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NATO Discussing Police Force for Bosnia

By Linda D. Kozaryn
American Forces Press Service

BRUSSELS, Dec. 24, 1996 – Arresting war criminals is not a job for the NATO stabilization force, but for civilian police, U.S. Army Gen. John M. Shalikashvili said.

The chairman of the Joint Chiefs of Staff, speaking in Bosnia before arriving here for NATO meetings, said officials should form an international police force to go after indicted war criminals who have not been turned in as required by the Dayton peace agreement.

Many NATO officials here agree, said a senior U,S. defense official. U.S. and NATO officials are now talking about formally proposing an international police force to deal with indicted war criminals. While no formal action relative to war criminals was taken during the NATO meetings, U.S. Defense Secretary William J. Perry said there was clear agreement that bringing indicted war criminals to justice is an important mission.

"The ministers also agreed this is not an IFOR mission, and it will not be an SFOR mission," Perry said. "They agreed locating and arresting the criminals is a mission for a police force."

"What we have here is movement toward a consensus," the official said. "We don't have clearly defined proposals yet. But we're on the path toward agreement that we need such proposals."

SFOR's rules regarding war criminals remain the same as for the IFOR mission, said U.S. Army Gen. George S. Joulwan, supreme allied commander, Europe.

"All of us deplore the fact that the war criminals have not been brought to justice," Joulwan said. "But it's very clear what my instructions are. If we come in contact with them, we will detain them and turn them over to the proper authorities. That is part of the mission we have, and we will continue to follow that guidance."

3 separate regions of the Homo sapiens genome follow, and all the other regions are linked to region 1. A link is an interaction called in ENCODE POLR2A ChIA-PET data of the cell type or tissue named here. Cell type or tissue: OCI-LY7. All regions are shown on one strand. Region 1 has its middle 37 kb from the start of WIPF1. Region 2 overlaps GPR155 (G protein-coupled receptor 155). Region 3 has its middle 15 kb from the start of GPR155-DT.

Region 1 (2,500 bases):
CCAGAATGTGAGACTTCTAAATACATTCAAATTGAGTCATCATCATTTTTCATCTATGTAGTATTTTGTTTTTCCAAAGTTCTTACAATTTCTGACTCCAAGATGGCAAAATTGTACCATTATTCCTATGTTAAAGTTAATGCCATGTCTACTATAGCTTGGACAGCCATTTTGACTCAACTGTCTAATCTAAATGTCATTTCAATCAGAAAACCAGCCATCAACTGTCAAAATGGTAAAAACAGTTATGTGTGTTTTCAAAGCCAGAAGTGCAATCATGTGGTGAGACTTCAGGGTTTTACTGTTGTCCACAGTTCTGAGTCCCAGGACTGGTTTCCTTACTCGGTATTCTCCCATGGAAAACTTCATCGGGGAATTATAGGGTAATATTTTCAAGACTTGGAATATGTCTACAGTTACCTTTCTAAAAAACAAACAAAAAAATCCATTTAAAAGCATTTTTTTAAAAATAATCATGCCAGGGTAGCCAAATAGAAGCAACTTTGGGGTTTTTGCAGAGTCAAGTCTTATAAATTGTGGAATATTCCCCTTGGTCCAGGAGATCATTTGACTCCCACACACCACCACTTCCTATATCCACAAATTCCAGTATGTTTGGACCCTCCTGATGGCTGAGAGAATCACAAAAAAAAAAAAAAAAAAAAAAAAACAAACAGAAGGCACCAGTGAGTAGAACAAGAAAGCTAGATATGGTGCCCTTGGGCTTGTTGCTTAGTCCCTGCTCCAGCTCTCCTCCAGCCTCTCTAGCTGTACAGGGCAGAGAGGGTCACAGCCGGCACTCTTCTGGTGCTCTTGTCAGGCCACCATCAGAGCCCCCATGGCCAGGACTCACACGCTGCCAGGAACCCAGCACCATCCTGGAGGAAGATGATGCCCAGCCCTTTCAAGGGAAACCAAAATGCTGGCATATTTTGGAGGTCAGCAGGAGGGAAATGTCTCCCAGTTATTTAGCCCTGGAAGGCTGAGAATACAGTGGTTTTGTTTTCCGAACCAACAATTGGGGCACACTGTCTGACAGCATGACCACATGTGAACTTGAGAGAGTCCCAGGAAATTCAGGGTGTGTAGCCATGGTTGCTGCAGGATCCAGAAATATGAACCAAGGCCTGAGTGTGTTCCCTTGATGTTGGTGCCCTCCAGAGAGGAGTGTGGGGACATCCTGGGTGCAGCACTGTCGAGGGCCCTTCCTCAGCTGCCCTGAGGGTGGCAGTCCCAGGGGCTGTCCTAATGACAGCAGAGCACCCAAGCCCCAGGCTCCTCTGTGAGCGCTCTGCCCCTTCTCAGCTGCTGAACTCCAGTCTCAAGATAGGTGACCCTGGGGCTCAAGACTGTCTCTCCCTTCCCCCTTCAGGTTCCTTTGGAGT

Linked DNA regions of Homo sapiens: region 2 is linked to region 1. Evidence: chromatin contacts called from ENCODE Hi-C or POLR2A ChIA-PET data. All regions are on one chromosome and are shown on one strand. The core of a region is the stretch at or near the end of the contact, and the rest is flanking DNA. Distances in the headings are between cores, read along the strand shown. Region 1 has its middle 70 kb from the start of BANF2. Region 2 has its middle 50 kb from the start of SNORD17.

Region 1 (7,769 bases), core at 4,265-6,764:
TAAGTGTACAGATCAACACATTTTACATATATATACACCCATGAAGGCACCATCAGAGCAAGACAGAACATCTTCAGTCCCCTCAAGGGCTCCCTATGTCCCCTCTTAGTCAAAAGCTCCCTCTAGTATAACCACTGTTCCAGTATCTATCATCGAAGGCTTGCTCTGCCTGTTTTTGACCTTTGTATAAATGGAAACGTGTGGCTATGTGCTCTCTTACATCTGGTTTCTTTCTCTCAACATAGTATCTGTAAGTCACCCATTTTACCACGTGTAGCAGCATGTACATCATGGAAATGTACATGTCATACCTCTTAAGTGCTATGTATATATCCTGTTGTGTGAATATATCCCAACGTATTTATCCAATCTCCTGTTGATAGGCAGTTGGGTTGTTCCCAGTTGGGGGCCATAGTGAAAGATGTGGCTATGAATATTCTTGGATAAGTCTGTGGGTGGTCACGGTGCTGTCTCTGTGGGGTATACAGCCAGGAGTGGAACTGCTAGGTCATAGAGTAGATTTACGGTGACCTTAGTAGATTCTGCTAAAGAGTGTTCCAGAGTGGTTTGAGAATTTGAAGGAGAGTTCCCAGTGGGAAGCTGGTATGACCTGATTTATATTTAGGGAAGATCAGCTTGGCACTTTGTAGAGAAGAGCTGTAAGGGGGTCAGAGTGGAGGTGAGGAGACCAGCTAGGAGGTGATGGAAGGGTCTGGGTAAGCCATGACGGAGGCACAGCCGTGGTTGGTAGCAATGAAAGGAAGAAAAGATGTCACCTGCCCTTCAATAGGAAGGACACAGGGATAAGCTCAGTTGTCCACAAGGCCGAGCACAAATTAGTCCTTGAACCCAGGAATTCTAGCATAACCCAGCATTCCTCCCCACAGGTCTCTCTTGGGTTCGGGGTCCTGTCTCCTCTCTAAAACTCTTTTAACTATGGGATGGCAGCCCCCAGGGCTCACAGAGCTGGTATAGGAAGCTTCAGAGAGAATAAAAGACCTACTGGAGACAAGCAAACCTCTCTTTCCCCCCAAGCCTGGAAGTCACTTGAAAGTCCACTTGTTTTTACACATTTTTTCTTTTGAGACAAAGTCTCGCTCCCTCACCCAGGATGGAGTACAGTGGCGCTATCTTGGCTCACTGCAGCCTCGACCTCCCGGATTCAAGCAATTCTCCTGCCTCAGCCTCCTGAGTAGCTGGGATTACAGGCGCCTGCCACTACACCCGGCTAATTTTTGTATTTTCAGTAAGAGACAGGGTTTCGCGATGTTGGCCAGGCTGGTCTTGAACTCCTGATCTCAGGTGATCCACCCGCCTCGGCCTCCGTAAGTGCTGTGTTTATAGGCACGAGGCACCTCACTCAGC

Under the Dayton agreement, the former warring parties agreed to capture and turn over war criminals for trial. "They have not done so," the official said.

"Only seven out of about 80 indicted war criminals have been turned over to The Hague for trial in the last year," he said. "All of the allies agree there has not bean enough progress in this area. The allies also agree it is not the job of soldiers to become policeman."

There's a consensus among the NATO allies that more needs to be done, the spokesman said. Consensus says SFOR is not the group to do it. The consensus by default is that some sort of police force must do it.

"The issue right now that people are discussing in how do you structure that police force," he said. "This is complicated by the fact that this will not be a NATO project. It's to be under the responsibility of some other organization."

During a meeting between U.S. Defense Secretary William J. Perry and French Defense Minister Charles Millon Dec. 18, both ministers agreed a special police force is needed. In later meetings, defense officials from Norway, the Netherlands and Denmark also agreed.

U.S. officials propose putting together an enhanced international police force to work in coordination with SFOR at the leadership level, but under the direction of the war crimes tribunal at The Hague. Some NATO officials say the police force should not be under the United Nations, but should be under either the European Union or the Organization for Security and Cooperation in Europe.

"There's the feeling among some ministers that this would be more effective if it operated under European leadership since it is a European problem," the official said.

Several countries said they are currently contributing to the police force in Bosnia, the official said. French officials, for example, said they already have 100 gendarmes in Bosnia.

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